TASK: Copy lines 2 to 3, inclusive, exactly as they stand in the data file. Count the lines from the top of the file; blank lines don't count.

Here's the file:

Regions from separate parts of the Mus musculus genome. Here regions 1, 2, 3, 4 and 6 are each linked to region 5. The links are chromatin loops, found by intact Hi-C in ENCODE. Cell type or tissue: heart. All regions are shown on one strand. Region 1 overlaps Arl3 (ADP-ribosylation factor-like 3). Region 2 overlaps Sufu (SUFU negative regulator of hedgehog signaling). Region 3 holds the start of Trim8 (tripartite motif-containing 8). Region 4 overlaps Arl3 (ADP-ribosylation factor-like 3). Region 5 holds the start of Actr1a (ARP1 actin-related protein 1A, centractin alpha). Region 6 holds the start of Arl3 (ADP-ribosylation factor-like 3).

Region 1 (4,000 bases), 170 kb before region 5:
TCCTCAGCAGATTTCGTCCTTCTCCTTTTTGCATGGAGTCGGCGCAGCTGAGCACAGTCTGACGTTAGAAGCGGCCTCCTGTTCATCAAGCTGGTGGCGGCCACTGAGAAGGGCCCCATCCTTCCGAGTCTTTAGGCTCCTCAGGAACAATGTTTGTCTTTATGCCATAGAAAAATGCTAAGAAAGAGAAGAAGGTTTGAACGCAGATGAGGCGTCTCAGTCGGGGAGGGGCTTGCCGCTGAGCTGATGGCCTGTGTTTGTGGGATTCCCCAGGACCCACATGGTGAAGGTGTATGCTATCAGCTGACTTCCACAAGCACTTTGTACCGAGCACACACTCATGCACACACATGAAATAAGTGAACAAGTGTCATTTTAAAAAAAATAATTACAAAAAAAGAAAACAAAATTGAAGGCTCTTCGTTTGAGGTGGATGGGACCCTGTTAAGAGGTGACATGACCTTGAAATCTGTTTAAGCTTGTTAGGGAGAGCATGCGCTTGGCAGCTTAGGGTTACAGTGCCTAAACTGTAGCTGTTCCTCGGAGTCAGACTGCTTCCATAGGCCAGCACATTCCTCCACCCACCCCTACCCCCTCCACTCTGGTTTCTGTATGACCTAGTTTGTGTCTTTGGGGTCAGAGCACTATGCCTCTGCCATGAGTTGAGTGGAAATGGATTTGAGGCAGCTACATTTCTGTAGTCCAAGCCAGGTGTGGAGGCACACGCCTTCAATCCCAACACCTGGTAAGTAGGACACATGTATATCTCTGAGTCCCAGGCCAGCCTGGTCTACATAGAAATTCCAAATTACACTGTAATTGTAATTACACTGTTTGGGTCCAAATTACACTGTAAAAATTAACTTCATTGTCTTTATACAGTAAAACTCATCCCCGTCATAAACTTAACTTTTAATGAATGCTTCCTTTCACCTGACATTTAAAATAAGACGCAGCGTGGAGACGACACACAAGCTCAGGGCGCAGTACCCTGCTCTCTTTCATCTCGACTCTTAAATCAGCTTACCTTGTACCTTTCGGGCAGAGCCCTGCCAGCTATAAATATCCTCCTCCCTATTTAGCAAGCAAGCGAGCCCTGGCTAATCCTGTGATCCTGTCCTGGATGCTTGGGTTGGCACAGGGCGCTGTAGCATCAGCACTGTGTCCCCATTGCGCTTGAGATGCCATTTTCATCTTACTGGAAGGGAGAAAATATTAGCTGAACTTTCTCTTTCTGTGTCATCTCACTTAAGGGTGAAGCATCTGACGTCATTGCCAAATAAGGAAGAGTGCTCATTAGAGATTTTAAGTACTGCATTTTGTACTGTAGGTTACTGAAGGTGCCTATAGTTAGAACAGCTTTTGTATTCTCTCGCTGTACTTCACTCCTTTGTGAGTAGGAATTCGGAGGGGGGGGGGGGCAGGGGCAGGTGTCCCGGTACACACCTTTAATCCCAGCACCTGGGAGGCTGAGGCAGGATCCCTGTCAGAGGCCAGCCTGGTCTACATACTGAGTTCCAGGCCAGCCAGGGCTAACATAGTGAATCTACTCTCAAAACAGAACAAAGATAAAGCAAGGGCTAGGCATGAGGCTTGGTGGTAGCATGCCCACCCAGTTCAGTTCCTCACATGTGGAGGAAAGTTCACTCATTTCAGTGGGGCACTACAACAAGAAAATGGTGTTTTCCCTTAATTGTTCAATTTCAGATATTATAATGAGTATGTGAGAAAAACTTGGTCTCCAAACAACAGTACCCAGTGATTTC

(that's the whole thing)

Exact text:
Region 1 (4,000 bases), 170 kb before region 5:
TCCTCAGCAGATTTCGTCCTTCTCCTTTTTGCATGGAGTCGGCGCAGCTGAGCACAGTCTGACGTTAGAAGCGGCCTCCTGTTCATCAAGCTGGTGGCGGCCACTGAGAAGGGCCCCATCCTTCCGAGTCTTTAGGCTCCTCAGGAACAATGTTTGTCTTTATGCCATAGAAAAATGCTAAGAAAGAGAAGAAGGTTTGAACGCAGATGAGGCGTCTCAGTCGGGGAGGGGCTTGCCGCTGAGCTGATGGCCTGTGTTTGTGGGATTCCCCAGGACCCACATGGTGAAGGTGTATGCTATCAGCTGACTTCCACAAGCACTTTGTACCGAGCACACACTCATGCACACACATGAAATAAGTGAACAAGTGTCATTTTAAAAAAAATAATTACAAAAAAAGAAAACAAAATTGAAGGCTCTTCGTTTGAGGTGGATGGGACCCTGTTAAGAGGTGACATGACCTTGAAATCTGTTTAAGCTTGTTAGGGAGAGCATGCGCTTGGCAGCTTAGGGTTACAGTGCCTAAACTGTAGCTGTTCCTCGGAGTCAGACTGCTTCCATAGGCCAGCACATTCCTCCACCCACCCCTACCCCCTCCACTCTGGTTTCTGTATGACCTAGTTTGTGTCTTTGGGGTCAGAGCACTATGCCTCTGCCATGAGTTGAGTGGAAATGGATTTGAGGCAGCTACATTTCTGTAGTCCAAGCCAGGTGTGGAGGCACACGCCTTCAATCCCAACACCTGGTAAGTAGGACACATGTATATCTCTGAGTCCCAGGCCAGCCTGGTCTACATAGAAATTCCAAATTACACTGTAATTGTAATTACACTGTTTGGGTCCAAATTACACTGTAAAAATTAACTTCATTGTCTTTATACAGTAAAACTCATCCCCGTCATAAACTTAACTTTTAATGAATGCTTCCTTTCACCTGACATTTAAAATAAGACGCAGCGTGGAGACGACACACAAGCTCAGGGCGCAGTACCCTGCTCTCTTTCATCTCGACTCTTAAATCAGCTTACCTTGTACCTTTCGGGCAGAGCCCTGCCAGCTATAAATATCCTCCTCCCTATTTAGCAAGCAAGCGAGCCCTGGCTAATCCTGTGATCCTGTCCTGGATGCTTGGGTTGGCACAGGGCGCTGTAGCATCAGCACTGTGTCCCCATTGCGCTTGAGATGCCATTTTCATCTTACTGGAAGGGAGAAAATATTAGCTGAACTTTCTCTTTCTGTGTCATCTCACTTAAGGGTGAAGCATCTGACGTCATTGCCAAATAAGGAAGAGTGCTCATTAGAGATTTTAAGTACTGCATTTTGTACTGTAGGTTACTGAAGGTGCCTATAGTTAGAACAGCTTTTGTATTCTCTCGCTGTACTTCACTCCTTTGTGAGTAGGAATTCGGAGGGGGGGGGGGGCAGGGGCAGGTGTCCCGGTACACACCTTTAATCCCAGCACCTGGGAGGCTGAGGCAGGATCCCTGTCAGAGGCCAGCCTGGTCTACATACTGAGTTCCAGGCCAGCCAGGGCTAACATAGTGAATCTACTCTCAAAACAGAACAAAGATAAAGCAAGGGCTAGGCATGAGGCTTGGTGGTAGCATGCCCACCCAGTTCAGTTCCTCACATGTGGAGGAAAGTTCACTCATTTCAGTGGGGCACTACAACAAGAAAATGGTGTTTTCCCTTAATTGTTCAATTTCAGATATTATAATGAGTATGTGAGAAAAACTTGGTCTCCAAACAACAGTACCCAGTGATTTC